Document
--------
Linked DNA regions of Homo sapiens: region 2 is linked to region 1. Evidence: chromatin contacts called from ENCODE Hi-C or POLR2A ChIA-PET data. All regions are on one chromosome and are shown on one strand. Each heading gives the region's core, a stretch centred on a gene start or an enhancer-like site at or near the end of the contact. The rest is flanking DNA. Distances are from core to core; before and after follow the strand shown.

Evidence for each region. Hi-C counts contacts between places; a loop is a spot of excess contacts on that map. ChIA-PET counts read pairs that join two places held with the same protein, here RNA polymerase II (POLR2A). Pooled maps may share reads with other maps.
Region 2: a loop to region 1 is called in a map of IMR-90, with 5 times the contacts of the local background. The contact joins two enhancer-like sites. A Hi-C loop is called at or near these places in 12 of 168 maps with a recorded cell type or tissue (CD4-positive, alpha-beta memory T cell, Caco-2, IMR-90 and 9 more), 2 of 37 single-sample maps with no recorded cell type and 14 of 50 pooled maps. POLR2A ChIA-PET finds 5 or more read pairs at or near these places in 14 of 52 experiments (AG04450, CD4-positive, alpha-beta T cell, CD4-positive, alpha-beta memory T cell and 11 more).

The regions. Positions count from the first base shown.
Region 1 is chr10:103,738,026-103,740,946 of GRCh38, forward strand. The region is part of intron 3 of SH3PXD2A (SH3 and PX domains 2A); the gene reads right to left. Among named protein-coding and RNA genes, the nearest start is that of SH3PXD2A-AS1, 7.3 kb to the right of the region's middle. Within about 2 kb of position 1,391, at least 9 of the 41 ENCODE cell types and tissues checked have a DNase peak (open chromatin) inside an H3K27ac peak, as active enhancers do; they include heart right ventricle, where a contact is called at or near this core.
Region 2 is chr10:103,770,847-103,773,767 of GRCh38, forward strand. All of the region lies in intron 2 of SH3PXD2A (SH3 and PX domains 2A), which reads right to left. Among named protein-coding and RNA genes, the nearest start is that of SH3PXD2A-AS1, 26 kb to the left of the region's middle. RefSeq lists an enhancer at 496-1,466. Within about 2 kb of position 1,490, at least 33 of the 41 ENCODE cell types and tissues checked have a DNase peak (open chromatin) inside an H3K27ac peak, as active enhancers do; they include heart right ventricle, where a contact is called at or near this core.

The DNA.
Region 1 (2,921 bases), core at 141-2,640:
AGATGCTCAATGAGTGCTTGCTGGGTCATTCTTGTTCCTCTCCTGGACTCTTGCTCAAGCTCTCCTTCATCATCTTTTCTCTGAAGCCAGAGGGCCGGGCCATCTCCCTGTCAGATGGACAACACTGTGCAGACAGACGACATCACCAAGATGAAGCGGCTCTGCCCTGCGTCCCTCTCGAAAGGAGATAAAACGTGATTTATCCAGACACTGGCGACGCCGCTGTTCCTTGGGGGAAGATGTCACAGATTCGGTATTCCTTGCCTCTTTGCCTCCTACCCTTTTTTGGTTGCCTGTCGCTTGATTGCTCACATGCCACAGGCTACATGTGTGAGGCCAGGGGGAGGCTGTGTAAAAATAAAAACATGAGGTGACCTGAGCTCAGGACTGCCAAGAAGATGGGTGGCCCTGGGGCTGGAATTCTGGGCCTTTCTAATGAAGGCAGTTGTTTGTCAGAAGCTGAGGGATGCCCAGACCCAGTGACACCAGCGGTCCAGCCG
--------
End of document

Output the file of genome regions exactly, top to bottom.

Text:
Linked DNA regions of Homo sapiens: region 2 is linked to region 1. Evidence: chromatin contacts called from ENCODE Hi-C or POLR2A ChIA-PET data. All regions are on one chromosome and are shown on one strand. Each heading gives the region's core, a stretch centred on a gene start or an enhancer-like site at or near the end of the contact. The rest is flanking DNA. Distances are from core to core; before and after follow the strand shown.

Evidence for each region. Hi-C counts contacts between places; a loop is a spot of excess contacts on that map. ChIA-PET counts read pairs that join two places held with the same protein, here RNA polymerase II (POLR2A). Pooled maps may share reads with other maps.
Region 2: a loop to region 1 is called in a map of IMR-90, with 5 times the contacts of the local background. The contact joins two enhancer-like sites. A Hi-C loop is called at or near these places in 12 of 168 maps with a recorded cell type or tissue (CD4-positive, alpha-beta memory T cell, Caco-2, IMR-90 and 9 more), 2 of 37 single-sample maps with no recorded cell type and 14 of 50 pooled maps. POLR2A ChIA-PET finds 5 or more read pairs at or near these places in 14 of 52 experiments (AG04450, CD4-positive, alpha-beta T cell, CD4-positive, alpha-beta memory T cell and 11 more).

The regions. Positions count from the first base shown.
Region 1 is chr10:103,738,026-103,740,946 of GRCh38, forward strand. The region is part of intron 3 of SH3PXD2A (SH3 and PX domains 2A); the gene reads right to left. Among named protein-coding and RNA genes, the nearest start is that of SH3PXD2A-AS1, 7.3 kb to the right of the region's middle. Within about 2 kb of position 1,391, at least 9 of the 41 ENCODE cell types and tissues checked have a DNase peak (open chromatin) inside an H3K27ac peak, as active enhancers do; they include heart right ventricle, where a contact is called at or near this core.
Region 2 is chr10:103,770,847-103,773,767 of GRCh38, forward strand. All of the region lies in intron 2 of SH3PXD2A (SH3 and PX domains 2A), which reads right to left. Among named protein-coding and RNA genes, the nearest start is that of SH3PXD2A-AS1, 26 kb to the left of the region's middle. RefSeq lists an enhancer at 496-1,466. Within about 2 kb of position 1,490, at least 33 of the 41 ENCODE cell types and tissues checked have a DNase peak (open chromatin) inside an H3K27ac peak, as active enhancers do; they include heart right ventricle, where a contact is called at or near this core.

The DNA.
Region 1 (2,921 bases), core at 141-2,640:
AGATGCTCAATGAGTGCTTGCTGGGTCATTCTTGTTCCTCTCCTGGACTCTTGCTCAAGCTCTCCTTCATCATCTTTTCTCTGAAGCCAGAGGGCCGGGCCATCTCCCTGTCAGATGGACAACACTGTGCAGACAGACGACATCACCAAGATGAAGCGGCTCTGCCCTGCGTCCCTCTCGAAAGGAGATAAAACGTGATTTATCCAGACACTGGCGACGCCGCTGTTCCTTGGGGGAAGATGTCACAGATTCGGTATTCCTTGCCTCTTTGCCTCCTACCCTTTTTTGGTTGCCTGTCGCTTGATTGCTCACATGCCACAGGCTACATGTGTGAGGCCAGGGGGAGGCTGTGTAAAAATAAAAACATGAGGTGACCTGAGCTCAGGACTGCCAAGAAGATGGGTGGCCCTGGGGCTGGAATTCTGGGCCTTTCTAATGAAGGCAGTTGTTTGTCAGAAGCTGAGGGATGCCCAGACCCAGTGACACCAGCGGTCCAGCCG